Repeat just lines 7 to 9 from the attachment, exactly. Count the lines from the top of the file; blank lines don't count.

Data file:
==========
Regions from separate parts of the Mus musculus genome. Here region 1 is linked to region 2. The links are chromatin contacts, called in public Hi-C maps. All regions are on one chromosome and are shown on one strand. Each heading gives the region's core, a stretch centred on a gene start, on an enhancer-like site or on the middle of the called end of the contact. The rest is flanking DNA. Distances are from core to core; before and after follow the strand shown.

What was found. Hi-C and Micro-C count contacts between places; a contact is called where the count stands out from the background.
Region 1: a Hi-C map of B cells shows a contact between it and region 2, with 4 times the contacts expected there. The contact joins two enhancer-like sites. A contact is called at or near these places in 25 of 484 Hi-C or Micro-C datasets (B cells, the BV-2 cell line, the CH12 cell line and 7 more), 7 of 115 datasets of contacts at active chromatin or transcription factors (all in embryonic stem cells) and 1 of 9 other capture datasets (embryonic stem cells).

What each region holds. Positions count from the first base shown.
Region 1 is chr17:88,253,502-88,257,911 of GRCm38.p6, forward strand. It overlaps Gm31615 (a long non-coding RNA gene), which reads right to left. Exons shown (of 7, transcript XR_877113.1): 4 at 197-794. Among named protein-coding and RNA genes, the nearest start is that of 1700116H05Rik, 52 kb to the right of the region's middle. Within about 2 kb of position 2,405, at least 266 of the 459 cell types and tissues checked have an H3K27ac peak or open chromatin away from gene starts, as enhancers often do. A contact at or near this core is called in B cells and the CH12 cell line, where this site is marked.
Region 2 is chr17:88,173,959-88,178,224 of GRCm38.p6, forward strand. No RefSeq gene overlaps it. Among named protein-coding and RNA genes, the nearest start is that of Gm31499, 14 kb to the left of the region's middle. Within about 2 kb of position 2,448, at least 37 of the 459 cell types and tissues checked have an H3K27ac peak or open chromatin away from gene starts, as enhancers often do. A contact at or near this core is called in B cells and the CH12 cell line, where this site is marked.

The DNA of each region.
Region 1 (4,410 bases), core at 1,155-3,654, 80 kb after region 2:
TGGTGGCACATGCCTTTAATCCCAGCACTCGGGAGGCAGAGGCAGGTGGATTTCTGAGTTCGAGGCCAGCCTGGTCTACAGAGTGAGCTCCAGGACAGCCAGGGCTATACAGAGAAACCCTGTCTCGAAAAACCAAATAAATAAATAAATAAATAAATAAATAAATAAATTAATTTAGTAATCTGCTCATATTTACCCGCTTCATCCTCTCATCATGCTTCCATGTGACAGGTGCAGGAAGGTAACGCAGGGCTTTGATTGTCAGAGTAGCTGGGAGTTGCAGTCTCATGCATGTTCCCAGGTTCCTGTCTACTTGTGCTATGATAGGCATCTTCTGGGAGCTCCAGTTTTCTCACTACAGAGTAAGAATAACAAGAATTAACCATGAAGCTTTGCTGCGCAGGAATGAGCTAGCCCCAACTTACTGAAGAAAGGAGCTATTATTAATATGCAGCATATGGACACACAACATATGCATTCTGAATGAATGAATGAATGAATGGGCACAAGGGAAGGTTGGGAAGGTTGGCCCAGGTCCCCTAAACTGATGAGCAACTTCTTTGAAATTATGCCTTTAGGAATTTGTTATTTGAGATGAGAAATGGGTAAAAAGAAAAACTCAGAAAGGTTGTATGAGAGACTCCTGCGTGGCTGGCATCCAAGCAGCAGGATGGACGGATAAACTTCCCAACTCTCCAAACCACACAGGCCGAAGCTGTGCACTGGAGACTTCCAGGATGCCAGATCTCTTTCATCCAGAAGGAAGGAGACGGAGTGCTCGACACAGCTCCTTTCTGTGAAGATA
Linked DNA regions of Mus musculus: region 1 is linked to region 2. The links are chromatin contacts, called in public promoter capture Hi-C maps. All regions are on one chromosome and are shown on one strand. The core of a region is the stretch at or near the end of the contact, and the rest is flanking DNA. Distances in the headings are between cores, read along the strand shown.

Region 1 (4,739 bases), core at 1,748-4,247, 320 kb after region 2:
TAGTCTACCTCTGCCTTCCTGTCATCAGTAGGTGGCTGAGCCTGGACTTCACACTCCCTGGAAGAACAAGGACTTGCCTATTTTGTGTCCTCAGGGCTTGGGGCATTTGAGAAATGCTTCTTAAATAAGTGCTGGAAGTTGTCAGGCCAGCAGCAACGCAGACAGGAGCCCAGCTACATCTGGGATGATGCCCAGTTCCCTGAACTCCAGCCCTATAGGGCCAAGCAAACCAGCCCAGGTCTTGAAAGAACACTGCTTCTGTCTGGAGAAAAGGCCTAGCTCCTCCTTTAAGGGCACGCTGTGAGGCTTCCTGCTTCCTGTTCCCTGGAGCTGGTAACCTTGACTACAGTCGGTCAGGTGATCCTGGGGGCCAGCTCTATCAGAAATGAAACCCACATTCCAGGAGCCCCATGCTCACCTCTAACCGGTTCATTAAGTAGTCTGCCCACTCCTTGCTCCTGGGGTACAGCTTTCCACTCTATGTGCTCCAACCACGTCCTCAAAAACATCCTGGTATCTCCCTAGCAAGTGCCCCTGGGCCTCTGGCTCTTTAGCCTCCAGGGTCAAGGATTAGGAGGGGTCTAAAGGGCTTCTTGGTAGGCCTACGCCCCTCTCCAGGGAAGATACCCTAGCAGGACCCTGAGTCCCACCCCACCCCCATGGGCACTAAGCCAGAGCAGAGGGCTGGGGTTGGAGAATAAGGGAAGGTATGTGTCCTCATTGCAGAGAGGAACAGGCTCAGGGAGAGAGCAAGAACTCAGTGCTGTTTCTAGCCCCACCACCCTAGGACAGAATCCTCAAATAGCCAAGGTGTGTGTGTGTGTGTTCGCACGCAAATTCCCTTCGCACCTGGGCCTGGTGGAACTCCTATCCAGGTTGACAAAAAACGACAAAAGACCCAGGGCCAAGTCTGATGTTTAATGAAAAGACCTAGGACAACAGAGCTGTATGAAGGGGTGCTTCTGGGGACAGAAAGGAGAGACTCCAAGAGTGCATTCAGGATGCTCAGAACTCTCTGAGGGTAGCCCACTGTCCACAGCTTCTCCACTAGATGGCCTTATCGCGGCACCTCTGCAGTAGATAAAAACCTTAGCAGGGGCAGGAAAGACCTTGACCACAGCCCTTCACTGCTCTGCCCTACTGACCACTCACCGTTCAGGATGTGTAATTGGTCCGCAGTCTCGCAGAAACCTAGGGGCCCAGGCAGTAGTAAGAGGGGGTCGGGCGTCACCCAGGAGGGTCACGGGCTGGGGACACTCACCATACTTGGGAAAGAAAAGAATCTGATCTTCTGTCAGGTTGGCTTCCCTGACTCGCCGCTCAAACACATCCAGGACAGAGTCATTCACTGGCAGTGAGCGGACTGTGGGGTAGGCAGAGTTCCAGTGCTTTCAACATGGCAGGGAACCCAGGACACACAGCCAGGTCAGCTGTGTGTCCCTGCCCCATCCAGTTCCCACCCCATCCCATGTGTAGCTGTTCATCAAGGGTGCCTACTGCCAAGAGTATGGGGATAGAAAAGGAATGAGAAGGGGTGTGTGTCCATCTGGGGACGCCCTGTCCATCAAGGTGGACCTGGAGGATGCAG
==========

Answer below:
The DNA of each region.
Region 1 (4,410 bases), core at 1,155-3,654, 80 kb after region 2:
TGGTGGCACATGCCTTTAATCCCAGCACTCGGGAGGCAGAGGCAGGTGGATTTCTGAGTTCGAGGCCAGCCTGGTCTACAGAGTGAGCTCCAGGACAGCCAGGGCTATACAGAGAAACCCTGTCTCGAAAAACCAAATAAATAAATAAATAAATAAATAAATAAATAAATTAATTTAGTAATCTGCTCATATTTACCCGCTTCATCCTCTCATCATGCTTCCATGTGACAGGTGCAGGAAGGTAACGCAGGGCTTTGATTGTCAGAGTAGCTGGGAGTTGCAGTCTCATGCATGTTCCCAGGTTCCTGTCTACTTGTGCTATGATAGGCATCTTCTGGGAGCTCCAGTTTTCTCACTACAGAGTAAGAATAACAAGAATTAACCATGAAGCTTTGCTGCGCAGGAATGAGCTAGCCCCAACTTACTGAAGAAAGGAGCTATTATTAATATGCAGCATATGGACACACAACATATGCATTCTGAATGAATGAATGAATGAATGGGCACAAGGGAAGGTTGGGAAGGTTGGCCCAGGTCCCCTAAACTGATGAGCAACTTCTTTGAAATTATGCCTTTAGGAATTTGTTATTTGAGATGAGAAATGGGTAAAAAGAAAAACTCAGAAAGGTTGTATGAGAGACTCCTGCGTGGCTGGCATCCAAGCAGCAGGATGGACGGATAAACTTCCCAACTCTCCAAACCACACAGGCCGAAGCTGTGCACTGGAGACTTCCAGGATGCCAGATCTCTTTCATCCAGAAGGAAGGAGACGGAGTGCTCGACACAGCTCCTTTCTGTGAAGATA